The Vile Village
by Lemony Snicket
After finishing up The Ersatz Elevator, we couldn’t wait to start this installment with hopes that the Baudelaires would find a way to locate and save their friends the Quagmire triplets. The book begins with the Baudelaires once again in Mr. Poe’s incompetent hands as he attempts to find them a new and safe home. This time, he’s exhausted all options and finds it extremely difficult locating a place for them. The children are informed that they’ll be living at V.F.D, a.k.a. The Village of Fowl Devotees, where there are rules for pretty much everything under the sun. This particular town believes in the aphorism, “It takes a village to raise a child” which is the entire basis for taking the children in.
One of the women in the Council of Elders spoke up. “We are now discussing the guardianship of the Baudelaire orphans. Under the new government program, the entire town of V.F.D. will act as guardian over these three children because it takes a village to raise a child. Are there any questions?”
What the Baudelaires don’t know yet, is that the town of V.F.D. is incredibly disturbing and full of crows, but they still have hope that the Quagmire triplets are there. Unfortunately, the children have been put in the hands of an entire village of idiots and all they can do is search for clues to find their friends once and for all.
“Now, Baudelaires, I’m sure you are very concerned about this Olaf fellow, but as your guardian, the town will protect you. That is why we have recently made up a new rule, Rule #19,833. It clearly states that no villains are allowed within the city limits.”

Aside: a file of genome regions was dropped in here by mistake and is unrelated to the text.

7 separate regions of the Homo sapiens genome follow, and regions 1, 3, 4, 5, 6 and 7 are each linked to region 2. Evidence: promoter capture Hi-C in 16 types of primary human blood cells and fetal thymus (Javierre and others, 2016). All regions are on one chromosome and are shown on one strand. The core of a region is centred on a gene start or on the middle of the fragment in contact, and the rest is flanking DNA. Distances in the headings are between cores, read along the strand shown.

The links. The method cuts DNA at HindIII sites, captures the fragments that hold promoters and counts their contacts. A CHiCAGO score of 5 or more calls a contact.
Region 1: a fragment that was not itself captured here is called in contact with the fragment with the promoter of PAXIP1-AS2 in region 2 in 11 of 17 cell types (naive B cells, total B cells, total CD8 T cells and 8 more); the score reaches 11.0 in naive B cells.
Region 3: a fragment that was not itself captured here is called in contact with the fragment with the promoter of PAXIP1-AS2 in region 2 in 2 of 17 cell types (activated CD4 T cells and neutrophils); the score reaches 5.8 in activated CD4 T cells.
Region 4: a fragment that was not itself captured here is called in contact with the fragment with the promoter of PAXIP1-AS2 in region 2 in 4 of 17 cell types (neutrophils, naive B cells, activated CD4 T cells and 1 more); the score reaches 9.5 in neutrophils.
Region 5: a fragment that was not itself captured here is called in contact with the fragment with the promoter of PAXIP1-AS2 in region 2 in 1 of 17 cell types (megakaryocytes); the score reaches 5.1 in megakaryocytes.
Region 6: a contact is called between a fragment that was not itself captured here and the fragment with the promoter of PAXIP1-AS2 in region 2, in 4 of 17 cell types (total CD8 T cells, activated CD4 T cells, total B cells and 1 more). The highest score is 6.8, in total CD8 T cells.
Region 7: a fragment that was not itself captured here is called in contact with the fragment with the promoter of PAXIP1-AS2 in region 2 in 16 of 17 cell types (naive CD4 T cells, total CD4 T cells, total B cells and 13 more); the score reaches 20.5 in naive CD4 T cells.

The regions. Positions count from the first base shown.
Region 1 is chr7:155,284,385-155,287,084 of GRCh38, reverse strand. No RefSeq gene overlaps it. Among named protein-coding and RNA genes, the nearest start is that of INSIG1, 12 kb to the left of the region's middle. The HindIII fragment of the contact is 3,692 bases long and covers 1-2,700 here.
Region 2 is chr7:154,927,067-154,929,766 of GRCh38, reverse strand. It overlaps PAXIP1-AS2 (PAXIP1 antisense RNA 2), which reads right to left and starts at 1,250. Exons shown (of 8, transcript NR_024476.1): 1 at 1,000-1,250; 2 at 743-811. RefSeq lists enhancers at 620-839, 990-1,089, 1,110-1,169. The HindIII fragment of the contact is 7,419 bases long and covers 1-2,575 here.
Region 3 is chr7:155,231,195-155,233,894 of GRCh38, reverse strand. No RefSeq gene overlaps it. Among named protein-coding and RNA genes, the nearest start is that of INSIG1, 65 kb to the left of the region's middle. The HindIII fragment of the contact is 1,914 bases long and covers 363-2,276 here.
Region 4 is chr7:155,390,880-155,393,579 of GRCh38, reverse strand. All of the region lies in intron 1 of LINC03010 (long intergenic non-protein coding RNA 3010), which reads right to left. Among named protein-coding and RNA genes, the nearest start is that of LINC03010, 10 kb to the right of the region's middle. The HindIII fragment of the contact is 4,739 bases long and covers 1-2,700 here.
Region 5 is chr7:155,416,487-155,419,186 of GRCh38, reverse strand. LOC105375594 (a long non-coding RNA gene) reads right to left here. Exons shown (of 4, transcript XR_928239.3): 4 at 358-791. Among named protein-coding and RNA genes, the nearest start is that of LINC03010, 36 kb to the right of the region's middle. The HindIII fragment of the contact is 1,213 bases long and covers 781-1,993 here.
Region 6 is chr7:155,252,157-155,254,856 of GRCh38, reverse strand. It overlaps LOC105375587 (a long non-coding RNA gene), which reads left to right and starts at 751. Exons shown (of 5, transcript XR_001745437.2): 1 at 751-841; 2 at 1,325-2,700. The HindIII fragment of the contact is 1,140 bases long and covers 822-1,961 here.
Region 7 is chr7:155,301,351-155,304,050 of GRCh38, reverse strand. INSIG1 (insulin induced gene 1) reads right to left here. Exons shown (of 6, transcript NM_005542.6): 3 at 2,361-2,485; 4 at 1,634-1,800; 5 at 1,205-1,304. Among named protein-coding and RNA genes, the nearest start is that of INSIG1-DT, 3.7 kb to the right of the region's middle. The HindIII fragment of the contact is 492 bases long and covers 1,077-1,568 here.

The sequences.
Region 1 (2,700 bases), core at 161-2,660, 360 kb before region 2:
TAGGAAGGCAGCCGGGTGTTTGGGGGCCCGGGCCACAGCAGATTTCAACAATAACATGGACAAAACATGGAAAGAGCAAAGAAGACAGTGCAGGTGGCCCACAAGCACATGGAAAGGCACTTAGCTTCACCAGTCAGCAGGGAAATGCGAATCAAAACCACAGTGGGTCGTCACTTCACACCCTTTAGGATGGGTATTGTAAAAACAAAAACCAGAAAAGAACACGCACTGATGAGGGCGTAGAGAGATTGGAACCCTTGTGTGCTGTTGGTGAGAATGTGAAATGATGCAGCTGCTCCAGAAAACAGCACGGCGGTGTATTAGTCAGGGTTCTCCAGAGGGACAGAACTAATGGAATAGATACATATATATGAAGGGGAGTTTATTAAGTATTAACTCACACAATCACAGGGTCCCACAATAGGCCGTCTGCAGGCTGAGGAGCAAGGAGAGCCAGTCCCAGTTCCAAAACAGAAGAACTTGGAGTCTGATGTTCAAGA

This book was quite slow for the first half, but then we ended up flying through the second half because it’s fairly action packed. The story itself wasn’t as comical, but there are additional characters which was nice. There’s also an interesting mystery to it, and it was fairly unpredictable.
Even though the series is quite formulaic, the kids always end up enjoying these. The author manages to instill hope in the reader with every book, but unfortunately, something always goes wrong and Count Olaf prevails. This book is a little darker, ends a little bit differently, and we have no idea what predicament the children will be in next with the way this one ended.
- Age Range: 8 – 12 years
- Grade Level: 5 – 6
- Hardcover: 272 pages
- Publisher: HarperCollins (April 24, 2001)
- Language: English
- ISBN-10: 0064408655
- ISBN-13: 978-0064408653
You have undoubtedly picked up this book by mistake, so please put it down. Nobody in their right mind would read this particular book about the lives of Violet, Klaus, and Sunny Baudelaire on purpose, because each dismal moment of their stay in the village of V.F.D. has been faithfully and dreadfully recorded in these pages.
I can think of no single reason why anyone would want to open a book containing such unpleasant matters as migrating crows, an angry mob, a newspaper headline, the arrest of innocent people, the Deluxe Cell, and some very strange hats. It is my solemn and sacred occupation to research each detail of the Baudelaire children’s lives and write them all down, but you may prefer to do some other solemn and sacred thing, such as reading another book instead.
With all due respect,
Thanks for reading my review of The Vile Village. Have you read any of these books? Let’s chat in the comments section.